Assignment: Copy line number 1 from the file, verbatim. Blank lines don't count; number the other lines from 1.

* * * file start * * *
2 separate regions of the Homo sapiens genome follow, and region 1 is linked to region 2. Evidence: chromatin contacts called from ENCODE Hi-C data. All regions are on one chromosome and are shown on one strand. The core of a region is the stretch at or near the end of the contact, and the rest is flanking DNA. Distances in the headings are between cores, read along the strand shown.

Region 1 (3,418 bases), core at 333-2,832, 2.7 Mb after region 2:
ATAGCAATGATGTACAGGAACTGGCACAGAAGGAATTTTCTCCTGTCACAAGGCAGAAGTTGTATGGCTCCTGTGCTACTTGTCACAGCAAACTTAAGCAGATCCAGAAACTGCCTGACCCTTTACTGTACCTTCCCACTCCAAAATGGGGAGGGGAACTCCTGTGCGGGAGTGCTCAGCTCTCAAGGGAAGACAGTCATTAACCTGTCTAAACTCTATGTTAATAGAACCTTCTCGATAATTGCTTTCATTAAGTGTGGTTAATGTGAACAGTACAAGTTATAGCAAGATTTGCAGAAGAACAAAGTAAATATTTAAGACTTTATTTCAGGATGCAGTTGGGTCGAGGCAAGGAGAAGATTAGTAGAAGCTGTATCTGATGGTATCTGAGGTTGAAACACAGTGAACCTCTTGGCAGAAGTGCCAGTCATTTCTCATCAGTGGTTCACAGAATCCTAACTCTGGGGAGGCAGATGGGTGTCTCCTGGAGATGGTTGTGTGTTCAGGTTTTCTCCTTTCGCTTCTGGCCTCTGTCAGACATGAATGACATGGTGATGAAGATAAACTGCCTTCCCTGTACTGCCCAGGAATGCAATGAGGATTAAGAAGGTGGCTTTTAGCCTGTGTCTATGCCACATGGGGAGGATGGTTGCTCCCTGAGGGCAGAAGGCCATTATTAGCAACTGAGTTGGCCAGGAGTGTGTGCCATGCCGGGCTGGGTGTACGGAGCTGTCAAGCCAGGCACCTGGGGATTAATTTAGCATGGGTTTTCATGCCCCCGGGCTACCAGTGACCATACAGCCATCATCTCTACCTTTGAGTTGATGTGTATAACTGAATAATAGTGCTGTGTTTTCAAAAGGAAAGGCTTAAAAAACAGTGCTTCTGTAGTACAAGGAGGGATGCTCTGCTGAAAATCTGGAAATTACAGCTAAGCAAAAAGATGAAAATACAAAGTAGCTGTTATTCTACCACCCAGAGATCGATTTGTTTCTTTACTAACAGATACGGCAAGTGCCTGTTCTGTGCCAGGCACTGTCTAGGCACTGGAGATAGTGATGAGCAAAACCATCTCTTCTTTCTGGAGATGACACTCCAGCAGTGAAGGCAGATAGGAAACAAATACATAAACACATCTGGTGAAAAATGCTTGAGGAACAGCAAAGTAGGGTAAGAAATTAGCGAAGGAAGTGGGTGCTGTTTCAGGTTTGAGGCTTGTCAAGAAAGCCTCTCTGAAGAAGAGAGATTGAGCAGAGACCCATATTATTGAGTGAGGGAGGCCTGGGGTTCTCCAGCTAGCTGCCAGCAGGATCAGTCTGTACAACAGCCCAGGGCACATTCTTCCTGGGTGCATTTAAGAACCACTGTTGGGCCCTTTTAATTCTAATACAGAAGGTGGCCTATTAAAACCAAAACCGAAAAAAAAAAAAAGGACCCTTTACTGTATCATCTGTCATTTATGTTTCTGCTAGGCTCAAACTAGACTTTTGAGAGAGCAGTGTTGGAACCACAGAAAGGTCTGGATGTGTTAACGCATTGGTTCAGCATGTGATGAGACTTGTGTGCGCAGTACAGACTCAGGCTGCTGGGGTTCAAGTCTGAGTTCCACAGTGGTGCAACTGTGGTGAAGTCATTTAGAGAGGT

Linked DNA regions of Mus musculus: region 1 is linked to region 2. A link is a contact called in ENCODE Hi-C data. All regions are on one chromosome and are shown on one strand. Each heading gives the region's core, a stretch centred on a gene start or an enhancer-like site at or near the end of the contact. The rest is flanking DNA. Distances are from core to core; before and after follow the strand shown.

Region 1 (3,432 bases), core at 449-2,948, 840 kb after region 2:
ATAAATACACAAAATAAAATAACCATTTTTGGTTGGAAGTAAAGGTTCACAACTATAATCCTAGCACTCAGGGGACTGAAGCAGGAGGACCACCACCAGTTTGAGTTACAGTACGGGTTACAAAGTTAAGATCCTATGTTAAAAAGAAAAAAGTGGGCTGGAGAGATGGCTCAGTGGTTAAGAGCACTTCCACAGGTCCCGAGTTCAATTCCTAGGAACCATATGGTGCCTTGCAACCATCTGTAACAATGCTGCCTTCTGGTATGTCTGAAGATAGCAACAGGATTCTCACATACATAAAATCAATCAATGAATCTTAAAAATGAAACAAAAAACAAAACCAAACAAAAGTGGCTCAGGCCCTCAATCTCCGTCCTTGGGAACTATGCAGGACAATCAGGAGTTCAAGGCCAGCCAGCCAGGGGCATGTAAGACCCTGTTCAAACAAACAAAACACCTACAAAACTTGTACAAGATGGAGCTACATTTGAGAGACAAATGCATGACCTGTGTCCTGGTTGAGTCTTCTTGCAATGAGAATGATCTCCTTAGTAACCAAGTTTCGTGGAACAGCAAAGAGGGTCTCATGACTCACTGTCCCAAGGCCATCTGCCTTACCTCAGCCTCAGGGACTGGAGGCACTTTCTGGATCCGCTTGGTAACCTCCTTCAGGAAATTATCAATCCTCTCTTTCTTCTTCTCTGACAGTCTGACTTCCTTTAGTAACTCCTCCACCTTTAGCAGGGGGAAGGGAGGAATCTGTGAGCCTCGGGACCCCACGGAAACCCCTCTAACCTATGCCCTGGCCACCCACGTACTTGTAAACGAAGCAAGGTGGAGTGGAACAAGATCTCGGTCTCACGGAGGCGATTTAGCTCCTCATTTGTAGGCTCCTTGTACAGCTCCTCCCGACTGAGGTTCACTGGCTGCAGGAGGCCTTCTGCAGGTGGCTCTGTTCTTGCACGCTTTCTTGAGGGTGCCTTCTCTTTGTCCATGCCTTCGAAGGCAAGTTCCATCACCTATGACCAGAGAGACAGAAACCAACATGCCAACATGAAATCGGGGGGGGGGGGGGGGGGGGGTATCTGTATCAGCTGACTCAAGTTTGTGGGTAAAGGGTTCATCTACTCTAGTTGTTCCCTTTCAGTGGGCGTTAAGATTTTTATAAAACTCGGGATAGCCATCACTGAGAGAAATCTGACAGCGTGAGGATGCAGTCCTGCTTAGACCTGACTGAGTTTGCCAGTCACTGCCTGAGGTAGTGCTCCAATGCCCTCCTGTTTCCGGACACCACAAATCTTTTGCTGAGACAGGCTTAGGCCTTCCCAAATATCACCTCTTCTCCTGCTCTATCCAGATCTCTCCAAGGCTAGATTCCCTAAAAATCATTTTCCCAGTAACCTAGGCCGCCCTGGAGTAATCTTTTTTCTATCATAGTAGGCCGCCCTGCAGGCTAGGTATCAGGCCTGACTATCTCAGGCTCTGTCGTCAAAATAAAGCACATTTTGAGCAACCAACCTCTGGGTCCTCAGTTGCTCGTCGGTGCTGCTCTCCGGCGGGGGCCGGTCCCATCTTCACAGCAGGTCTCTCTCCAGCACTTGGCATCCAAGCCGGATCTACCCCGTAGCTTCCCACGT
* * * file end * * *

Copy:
2 separate regions of the Homo sapiens genome follow, and region 1 is linked to region 2. Evidence: chromatin contacts called from ENCODE Hi-C data. All regions are on one chromosome and are shown on one strand. The core of a region is the stretch at or near the end of the contact, and the rest is flanking DNA. Distances in the headings are between cores, read along the strand shown.